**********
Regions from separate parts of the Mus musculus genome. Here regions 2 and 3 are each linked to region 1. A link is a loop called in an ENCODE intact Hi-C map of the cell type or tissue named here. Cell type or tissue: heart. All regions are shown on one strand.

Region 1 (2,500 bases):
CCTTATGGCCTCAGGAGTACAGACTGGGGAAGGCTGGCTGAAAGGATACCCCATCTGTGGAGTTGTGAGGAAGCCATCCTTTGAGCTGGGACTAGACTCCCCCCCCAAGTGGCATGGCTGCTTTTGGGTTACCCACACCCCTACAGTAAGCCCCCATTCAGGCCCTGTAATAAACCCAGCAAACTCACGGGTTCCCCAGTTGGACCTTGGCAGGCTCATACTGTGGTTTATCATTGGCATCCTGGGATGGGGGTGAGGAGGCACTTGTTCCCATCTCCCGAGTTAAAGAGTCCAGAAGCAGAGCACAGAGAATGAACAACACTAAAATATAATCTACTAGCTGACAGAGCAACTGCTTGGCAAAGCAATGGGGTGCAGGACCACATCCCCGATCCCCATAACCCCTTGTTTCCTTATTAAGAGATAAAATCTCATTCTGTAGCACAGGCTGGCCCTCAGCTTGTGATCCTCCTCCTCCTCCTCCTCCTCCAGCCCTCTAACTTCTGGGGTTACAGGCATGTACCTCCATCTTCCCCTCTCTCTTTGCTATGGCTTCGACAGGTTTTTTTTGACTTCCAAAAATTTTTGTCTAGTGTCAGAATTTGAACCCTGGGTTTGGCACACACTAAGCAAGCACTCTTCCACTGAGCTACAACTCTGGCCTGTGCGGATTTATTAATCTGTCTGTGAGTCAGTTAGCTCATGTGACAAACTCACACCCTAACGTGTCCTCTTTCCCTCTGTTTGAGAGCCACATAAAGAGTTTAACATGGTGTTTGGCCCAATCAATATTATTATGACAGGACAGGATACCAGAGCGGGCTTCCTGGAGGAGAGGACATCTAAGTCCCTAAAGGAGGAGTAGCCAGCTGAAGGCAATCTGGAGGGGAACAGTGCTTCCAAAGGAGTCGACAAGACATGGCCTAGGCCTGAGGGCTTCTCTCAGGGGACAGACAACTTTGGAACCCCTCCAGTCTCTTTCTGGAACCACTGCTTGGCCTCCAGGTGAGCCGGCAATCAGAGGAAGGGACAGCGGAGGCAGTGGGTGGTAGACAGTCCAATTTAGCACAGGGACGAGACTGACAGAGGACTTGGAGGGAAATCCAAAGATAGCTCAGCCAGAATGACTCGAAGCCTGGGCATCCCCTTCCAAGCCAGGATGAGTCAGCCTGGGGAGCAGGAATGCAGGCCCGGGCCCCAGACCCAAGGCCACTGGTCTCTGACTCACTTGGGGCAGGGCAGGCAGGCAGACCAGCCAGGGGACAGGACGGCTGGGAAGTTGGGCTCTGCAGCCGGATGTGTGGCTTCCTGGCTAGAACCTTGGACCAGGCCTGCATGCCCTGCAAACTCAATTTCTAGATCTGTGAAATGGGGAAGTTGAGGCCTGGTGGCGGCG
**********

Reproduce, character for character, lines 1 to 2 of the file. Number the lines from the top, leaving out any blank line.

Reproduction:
Regions from separate parts of the Mus musculus genome. Here regions 2 and 3 are each linked to region 1. A link is a loop called in an ENCODE intact Hi-C map of the cell type or tissue named here. Cell type or tissue: heart. All regions are shown on one strand.

Region 1 (2,500 bases):